Statin-induced diabetes: What’s the scope of the problem?
Statins increase the risk of developing diabetes. That we know, and that sounds scary for many. But just how serious is this risk? That is a harder question to answer.
A recent report from the Rotterdam Study (an observational study, weak quality evidence) concluded that those taking statins had an increased relative risk of 38% for developing diabetes compared to those not on statins. The risk was most noticeable in those who were overweight and insulin resistant at baseline.
Other observational trials (weak quality evidence), such as one including over 2 million subjects from the UK, showed a 57% relative risk increase of type 2 diabetes that was time dependent, meaning the longer one was on a statin, the higher the risk. To be fair, just as with most observational studies, these studies do not prove cause and effect. However, they are not the only evidence of an association.
Randomized controlled trials (RCT) such as the Jupiter study (high level of evidence) demonstrated a 25% relative risk increase in diabetes, or 0.6% absolute risk increase over two years, for those randomized to the statin rosuvastatin. This trial is much more conclusive for cause and effect, but the absolute difference was quite small, which may be attributed to, at least in part, a very short time frame at only two years.
Since then, multiple published meta-analysis of RCTs (highest level of evidence) have confirmed the association of a small but significant risk, 9-12% relative risk increase, and others have suggested a higher risk in those who are obese, insulin resistant, pre-diabetic, or who have metabolic syndrome.
There is some debate about whether this is a class effect, meaning that all statins contribute to the risk, or if rosuvastatin has the highest risk and pitavastatin possibly the lowest risk (the trials have variable statistical significance and are considered weak evidence). It also appears higher doses of statins may be more likely to induce diabetes than lower doses, although this association was also inconsistent.
The main question is, does the increased risk of diabetes worsen overall outcomes? An analysis of the Jupiter trial suggested there was no difference in risk of heart attacks or death. However, keep in mind this trial only lasted two years. We would expect it to take longer for the adverse events from diabetes to materialize. Therein lies the problem. When most “long-term” statin trials are only 5 years, it’s difficult to rest assured that the increased risk of diabetes will not increase cardiovascular disease risk over a longer time period.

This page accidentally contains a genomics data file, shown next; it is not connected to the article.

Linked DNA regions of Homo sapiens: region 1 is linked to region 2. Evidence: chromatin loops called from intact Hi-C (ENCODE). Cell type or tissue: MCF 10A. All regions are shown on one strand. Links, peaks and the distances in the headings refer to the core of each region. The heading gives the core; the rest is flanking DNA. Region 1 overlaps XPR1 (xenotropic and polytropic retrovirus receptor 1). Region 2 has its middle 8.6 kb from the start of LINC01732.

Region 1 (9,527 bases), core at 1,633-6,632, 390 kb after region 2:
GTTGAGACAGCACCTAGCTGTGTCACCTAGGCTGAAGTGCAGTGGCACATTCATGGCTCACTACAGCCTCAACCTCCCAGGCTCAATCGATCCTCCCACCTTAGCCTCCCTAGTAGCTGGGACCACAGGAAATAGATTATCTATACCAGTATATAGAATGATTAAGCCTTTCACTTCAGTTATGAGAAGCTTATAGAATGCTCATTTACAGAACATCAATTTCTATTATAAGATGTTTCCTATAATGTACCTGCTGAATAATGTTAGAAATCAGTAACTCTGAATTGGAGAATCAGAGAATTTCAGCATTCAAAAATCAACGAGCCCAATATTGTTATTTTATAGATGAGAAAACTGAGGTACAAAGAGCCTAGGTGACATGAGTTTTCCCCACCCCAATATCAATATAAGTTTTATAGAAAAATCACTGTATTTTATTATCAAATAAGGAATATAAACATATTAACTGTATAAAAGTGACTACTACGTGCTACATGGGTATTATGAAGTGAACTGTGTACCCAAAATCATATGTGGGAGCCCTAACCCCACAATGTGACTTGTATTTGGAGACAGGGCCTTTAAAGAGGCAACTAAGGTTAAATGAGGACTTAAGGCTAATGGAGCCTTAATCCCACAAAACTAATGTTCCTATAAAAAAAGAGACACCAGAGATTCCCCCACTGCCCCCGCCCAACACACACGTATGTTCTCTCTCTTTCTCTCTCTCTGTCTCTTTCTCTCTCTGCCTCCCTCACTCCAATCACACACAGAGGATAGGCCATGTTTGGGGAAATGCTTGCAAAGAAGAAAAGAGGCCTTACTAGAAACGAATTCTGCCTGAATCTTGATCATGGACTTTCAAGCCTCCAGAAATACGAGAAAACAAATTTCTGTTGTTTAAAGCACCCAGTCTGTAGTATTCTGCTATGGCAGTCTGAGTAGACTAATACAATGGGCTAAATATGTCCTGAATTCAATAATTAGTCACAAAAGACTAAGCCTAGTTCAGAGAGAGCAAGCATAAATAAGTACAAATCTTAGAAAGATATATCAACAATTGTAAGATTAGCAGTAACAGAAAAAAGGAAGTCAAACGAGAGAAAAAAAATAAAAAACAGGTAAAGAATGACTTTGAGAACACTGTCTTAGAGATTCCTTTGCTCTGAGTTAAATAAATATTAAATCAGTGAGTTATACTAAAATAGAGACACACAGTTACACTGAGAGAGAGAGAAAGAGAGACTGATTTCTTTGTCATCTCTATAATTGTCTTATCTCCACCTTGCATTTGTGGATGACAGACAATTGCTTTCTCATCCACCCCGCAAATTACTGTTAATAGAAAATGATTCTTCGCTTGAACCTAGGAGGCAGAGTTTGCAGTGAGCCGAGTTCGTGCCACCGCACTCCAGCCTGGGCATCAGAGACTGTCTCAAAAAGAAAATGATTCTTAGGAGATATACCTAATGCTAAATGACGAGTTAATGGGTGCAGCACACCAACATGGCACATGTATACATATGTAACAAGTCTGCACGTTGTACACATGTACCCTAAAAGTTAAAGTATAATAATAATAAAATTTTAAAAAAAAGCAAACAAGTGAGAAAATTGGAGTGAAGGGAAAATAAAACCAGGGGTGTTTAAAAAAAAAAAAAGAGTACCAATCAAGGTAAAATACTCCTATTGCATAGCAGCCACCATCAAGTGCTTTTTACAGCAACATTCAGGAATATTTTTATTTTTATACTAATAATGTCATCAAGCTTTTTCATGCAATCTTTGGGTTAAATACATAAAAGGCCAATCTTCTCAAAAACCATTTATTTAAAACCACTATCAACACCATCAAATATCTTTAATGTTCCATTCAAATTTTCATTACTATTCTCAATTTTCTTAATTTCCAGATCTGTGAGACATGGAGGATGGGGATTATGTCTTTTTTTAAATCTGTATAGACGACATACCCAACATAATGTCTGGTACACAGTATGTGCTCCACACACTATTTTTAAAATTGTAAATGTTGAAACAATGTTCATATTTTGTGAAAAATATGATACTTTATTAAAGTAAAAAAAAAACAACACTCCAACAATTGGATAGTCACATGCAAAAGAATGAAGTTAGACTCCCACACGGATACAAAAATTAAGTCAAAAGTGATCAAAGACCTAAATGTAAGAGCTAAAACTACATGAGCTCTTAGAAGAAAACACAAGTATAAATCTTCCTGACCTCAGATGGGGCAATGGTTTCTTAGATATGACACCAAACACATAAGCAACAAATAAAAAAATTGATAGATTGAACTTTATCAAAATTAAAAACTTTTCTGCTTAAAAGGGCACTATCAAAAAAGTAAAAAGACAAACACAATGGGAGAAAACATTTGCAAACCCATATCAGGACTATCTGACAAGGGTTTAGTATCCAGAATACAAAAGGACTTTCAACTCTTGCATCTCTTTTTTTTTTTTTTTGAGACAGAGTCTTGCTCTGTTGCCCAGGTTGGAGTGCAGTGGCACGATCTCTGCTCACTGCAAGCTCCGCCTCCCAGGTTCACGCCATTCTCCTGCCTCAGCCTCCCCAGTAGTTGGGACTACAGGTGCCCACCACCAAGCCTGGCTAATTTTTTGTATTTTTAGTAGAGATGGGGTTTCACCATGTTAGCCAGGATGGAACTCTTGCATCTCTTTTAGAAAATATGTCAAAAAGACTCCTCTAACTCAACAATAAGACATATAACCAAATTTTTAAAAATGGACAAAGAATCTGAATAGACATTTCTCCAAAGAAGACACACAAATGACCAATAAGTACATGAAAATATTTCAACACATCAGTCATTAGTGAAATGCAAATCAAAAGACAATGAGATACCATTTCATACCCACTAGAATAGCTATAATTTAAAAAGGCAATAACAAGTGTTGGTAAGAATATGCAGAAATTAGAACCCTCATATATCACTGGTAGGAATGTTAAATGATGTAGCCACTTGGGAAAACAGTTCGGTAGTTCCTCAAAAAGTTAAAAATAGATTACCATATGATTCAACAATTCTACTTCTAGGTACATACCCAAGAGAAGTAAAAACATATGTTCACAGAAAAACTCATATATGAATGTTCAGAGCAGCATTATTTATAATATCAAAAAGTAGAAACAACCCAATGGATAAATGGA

As with any medical decision, we have to weigh the risk-benefit ratio for any prescription drug, and statins are no exception. While we may not always know the exact risk and benefit numbers, one study in Australian women suggested a “number needed to harm” of 131 treated for five years to induce one diagnosis of diabetes. That can be compared to the number need to treat of 217 people for 5-years to prevent one heart attack in low risk individuals, and 83 for those with pre-existing heart disease.
In the end, if the decision is to prescribe a statin, that is one more reason to remain vigilant, actively monitoring for and working to preventing insulin resistance and diabetes. In my practice, I routinely monitor patients’ HbA1c and HOMA-IR (a formula using fasting insulin and glucose levels), and I have started recommending low-carb, high-fat nutrition as a means to preventing statin-induced diabetes.
While this is unorthodox for those treated with statins, I feel it gives the individual the best chance to improve most cardiovascular risk factors and also help prevent against the potential statin side effects. Make sure you ask your doctor to help you weigh the risks and benefits of statin prescription, and work with her to find ways protect you from potential adverse effects such as insulin resistance and diabetes.
Thanks for reading,
Bret Scher, MD FACC